The current COVID-19 pandemic has shown us that preparedness is key when dealing with any type of unexpected emergency, and like it or not, another potential emergency situation is looming just around the corner: the 2020 Atlantic Hurricane Season, which begins June 1 and ends Nov. 30.
The 2019 hurricane season produced 18 named storms, including six hurricanes of which three — Dorian, Humberto and Lorenzo — were in the “major” category, according to the National Oceanographic and Atmospheric Administration. It marked the fourth consecutive above-normal Atlantic season, and top hurricane forecasters from Colorado State University are predicting major activity again in 2020.
With the season’s onset approaching, the Navy is wrapping up HURREX/Citadel Gale 2020, its annual hurricane preparedness/disaster response and recovery exercise, conducted by Commander, U.S. Fleet Forces Command and Commander, Naval Installations Command.
“This year’s exercise involved a simulated storm that developed and intensified to hurricane strength striking the Gulf of Mexico and U.S. Atlantic Coast,” explained NAS Patuxent River’s Supervisory Emergency Management Specialist Pat Paulsen. “The training assessed Tropical Conditions of Readiness (TCORR), sortie, aircraft evacuation, personnel accountability, personnel evacuation, mission essential personnel, disaster preparedness, and response and recovery procedures.”
Impacted by COVID-19 restrictions, the usual two-week exercise was condensed to one week as participants dealt with the resulting challenges.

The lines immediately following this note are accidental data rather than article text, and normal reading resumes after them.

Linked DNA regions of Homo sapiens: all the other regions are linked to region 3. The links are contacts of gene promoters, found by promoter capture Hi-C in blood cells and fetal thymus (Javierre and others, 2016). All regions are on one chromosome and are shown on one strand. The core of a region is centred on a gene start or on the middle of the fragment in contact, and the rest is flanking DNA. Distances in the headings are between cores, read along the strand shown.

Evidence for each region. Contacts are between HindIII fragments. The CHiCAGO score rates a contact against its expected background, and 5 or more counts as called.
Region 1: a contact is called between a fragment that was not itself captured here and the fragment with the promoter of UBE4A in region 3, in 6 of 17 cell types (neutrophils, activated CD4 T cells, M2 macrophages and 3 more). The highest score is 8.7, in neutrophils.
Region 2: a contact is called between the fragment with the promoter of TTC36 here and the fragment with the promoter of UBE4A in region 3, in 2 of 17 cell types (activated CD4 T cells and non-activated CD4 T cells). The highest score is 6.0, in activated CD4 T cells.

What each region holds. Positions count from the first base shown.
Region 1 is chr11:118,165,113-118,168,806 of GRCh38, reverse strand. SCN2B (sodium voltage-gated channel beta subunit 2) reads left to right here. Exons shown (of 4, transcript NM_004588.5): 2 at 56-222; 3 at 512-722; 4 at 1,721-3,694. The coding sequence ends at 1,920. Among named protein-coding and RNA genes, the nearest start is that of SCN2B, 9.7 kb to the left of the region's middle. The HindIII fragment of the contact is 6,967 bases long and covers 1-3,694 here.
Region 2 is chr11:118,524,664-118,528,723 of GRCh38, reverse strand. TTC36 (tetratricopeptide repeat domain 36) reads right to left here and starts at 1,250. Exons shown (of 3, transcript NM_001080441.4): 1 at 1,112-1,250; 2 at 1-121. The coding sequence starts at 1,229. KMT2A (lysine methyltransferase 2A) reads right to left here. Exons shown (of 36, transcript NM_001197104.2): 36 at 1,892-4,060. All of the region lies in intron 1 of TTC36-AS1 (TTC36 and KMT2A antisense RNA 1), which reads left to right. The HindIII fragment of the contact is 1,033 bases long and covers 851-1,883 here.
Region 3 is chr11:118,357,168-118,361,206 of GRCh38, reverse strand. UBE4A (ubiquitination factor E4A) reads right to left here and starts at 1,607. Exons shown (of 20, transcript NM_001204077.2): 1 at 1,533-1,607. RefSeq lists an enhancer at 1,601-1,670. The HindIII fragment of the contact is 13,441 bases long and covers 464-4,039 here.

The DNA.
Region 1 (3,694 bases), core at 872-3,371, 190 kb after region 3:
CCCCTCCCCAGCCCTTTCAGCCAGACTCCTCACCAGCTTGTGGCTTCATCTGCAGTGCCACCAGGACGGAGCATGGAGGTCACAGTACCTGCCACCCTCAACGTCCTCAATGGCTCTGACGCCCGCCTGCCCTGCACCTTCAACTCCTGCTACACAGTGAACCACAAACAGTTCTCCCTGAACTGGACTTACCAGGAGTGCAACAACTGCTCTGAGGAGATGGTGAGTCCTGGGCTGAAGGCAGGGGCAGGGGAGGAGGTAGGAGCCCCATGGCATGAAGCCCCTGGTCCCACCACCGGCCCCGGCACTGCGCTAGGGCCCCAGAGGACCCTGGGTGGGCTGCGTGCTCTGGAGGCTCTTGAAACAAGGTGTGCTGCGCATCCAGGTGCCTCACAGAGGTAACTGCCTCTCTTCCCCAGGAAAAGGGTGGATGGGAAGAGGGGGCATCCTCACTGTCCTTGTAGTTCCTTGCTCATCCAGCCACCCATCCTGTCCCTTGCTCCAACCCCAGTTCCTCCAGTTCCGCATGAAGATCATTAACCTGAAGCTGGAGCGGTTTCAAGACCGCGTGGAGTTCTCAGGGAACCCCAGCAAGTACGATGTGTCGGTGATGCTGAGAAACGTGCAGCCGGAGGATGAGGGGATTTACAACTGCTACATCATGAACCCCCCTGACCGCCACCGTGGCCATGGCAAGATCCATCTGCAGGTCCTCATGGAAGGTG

“We were unable to do full scale exercises with Emergency Operations Center activation due to social/physical distancing protocols,” noted Chief Hull Maintenance Technician James Rossetto, Emergency Ops Center manager. “We were forced to do virtual tabletop exercises via Microsoft Teams and Defense Collaboration Sites (DCS). Those of us who were in contact with others were forced to wear face masks and maintain six feet of distance.”
While HURREX/Citadel Gale helps to determine if there are any areas where the region or the installation can improve their ability to prepare for and respond to natural disasters, it is encouraged that personnel take charge of their own advanced preparation and planning.
“It is important that all personnel — Sailors and civilians — keep their personal information current in the Navy Family Accountability and Assessment System (NFASS),” Paulsen said. “It’s an essential resource for tracking Navy personnel and family members during crisis or natural disasters. Also, there are different resources available to our Navy families to help them be prepared in the event of a disaster and we recommend they take the time to learn about them before an event occurs.”